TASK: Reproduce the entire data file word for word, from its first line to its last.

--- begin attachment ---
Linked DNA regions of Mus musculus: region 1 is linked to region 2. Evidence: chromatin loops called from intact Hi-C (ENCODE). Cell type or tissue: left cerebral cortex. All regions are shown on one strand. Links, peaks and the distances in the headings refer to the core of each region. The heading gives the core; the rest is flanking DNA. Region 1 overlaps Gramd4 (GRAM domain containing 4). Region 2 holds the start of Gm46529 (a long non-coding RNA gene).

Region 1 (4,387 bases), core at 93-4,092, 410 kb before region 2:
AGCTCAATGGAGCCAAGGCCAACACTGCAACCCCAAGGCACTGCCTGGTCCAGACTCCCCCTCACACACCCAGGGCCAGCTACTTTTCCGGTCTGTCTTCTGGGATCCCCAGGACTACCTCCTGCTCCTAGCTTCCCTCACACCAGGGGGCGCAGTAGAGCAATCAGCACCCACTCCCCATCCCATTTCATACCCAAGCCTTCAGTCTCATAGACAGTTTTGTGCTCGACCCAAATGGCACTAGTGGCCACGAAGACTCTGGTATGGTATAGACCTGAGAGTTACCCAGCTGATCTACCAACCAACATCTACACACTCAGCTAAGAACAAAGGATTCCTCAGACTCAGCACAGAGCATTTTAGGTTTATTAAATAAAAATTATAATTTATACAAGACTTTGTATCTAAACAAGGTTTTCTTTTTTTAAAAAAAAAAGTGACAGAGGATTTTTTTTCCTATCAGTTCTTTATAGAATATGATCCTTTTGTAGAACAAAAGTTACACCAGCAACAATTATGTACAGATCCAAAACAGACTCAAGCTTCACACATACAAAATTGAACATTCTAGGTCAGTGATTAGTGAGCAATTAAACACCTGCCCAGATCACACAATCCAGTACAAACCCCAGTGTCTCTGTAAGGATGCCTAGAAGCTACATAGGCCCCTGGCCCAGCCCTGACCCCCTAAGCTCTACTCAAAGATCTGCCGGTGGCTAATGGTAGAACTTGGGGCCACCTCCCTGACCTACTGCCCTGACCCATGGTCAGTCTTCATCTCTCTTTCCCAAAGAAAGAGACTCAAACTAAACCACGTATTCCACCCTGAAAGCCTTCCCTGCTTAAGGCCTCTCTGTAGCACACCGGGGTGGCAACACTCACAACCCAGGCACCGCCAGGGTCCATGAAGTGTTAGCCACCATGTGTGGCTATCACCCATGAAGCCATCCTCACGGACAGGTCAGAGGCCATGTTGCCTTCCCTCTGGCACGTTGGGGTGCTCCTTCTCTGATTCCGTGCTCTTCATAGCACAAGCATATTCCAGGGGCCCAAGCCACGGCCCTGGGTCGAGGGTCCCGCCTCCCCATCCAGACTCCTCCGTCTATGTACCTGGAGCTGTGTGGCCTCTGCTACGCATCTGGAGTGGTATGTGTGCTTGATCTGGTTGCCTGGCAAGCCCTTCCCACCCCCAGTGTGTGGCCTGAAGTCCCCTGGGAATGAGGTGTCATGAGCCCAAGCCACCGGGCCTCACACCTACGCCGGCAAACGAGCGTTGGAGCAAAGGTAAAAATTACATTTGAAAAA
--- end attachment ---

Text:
Linked DNA regions of Mus musculus: region 1 is linked to region 2. Evidence: chromatin loops called from intact Hi-C (ENCODE). Cell type or tissue: left cerebral cortex. All regions are shown on one strand. Links, peaks and the distances in the headings refer to the core of each region. The heading gives the core; the rest is flanking DNA. Region 1 overlaps Gramd4 (GRAM domain containing 4). Region 2 holds the start of Gm46529 (a long non-coding RNA gene).

Region 1 (4,387 bases), core at 93-4,092, 410 kb before region 2:
AGCTCAATGGAGCCAAGGCCAACACTGCAACCCCAAGGCACTGCCTGGTCCAGACTCCCCCTCACACACCCAGGGCCAGCTACTTTTCCGGTCTGTCTTCTGGGATCCCCAGGACTACCTCCTGCTCCTAGCTTCCCTCACACCAGGGGGCGCAGTAGAGCAATCAGCACCCACTCCCCATCCCATTTCATACCCAAGCCTTCAGTCTCATAGACAGTTTTGTGCTCGACCCAAATGGCACTAGTGGCCACGAAGACTCTGGTATGGTATAGACCTGAGAGTTACCCAGCTGATCTACCAACCAACATCTACACACTCAGCTAAGAACAAAGGATTCCTCAGACTCAGCACAGAGCATTTTAGGTTTATTAAATAAAAATTATAATTTATACAAGACTTTGTATCTAAACAAGGTTTTCTTTTTTTAAAAAAAAAAGTGACAGAGGATTTTTTTTCCTATCAGTTCTTTATAGAATATGATCCTTTTGTAGAACAAAAGTTACACCAGCAACAATTATGTACAGATCCAAAACAGACTCAAGCTTCACACATACAAAATTGAACATTCTAGGTCAGTGATTAGTGAGCAATTAAACACCTGCCCAGATCACACAATCCAGTACAAACCCCAGTGTCTCTGTAAGGATGCCTAGAAGCTACATAGGCCCCTGGCCCAGCCCTGACCCCCTAAGCTCTACTCAAAGATCTGCCGGTGGCTAATGGTAGAACTTGGGGCCACCTCCCTGACCTACTGCCCTGACCCATGGTCAGTCTTCATCTCTCTTTCCCAAAGAAAGAGACTCAAACTAAACCACGTATTCCACCCTGAAAGCCTTCCCTGCTTAAGGCCTCTCTGTAGCACACCGGGGTGGCAACACTCACAACCCAGGCACCGCCAGGGTCCATGAAGTGTTAGCCACCATGTGTGGCTATCACCCATGAAGCCATCCTCACGGACAGGTCAGAGGCCATGTTGCCTTCCCTCTGGCACGTTGGGGTGCTCCTTCTCTGATTCCGTGCTCTTCATAGCACAAGCATATTCCAGGGGCCCAAGCCACGGCCCTGGGTCGAGGGTCCCGCCTCCCCATCCAGACTCCTCCGTCTATGTACCTGGAGCTGTGTGGCCTCTGCTACGCATCTGGAGTGGTATGTGTGCTTGATCTGGTTGCCTGGCAAGCCCTTCCCACCCCCAGTGTGTGGCCTGAAGTCCCCTGGGAATGAGGTGTCATGAGCCCAAGCCACCGGGCCTCACACCTACGCCGGCAAACGAGCGTTGGAGCAAAGGTAAAAATTACATTTGAAAAA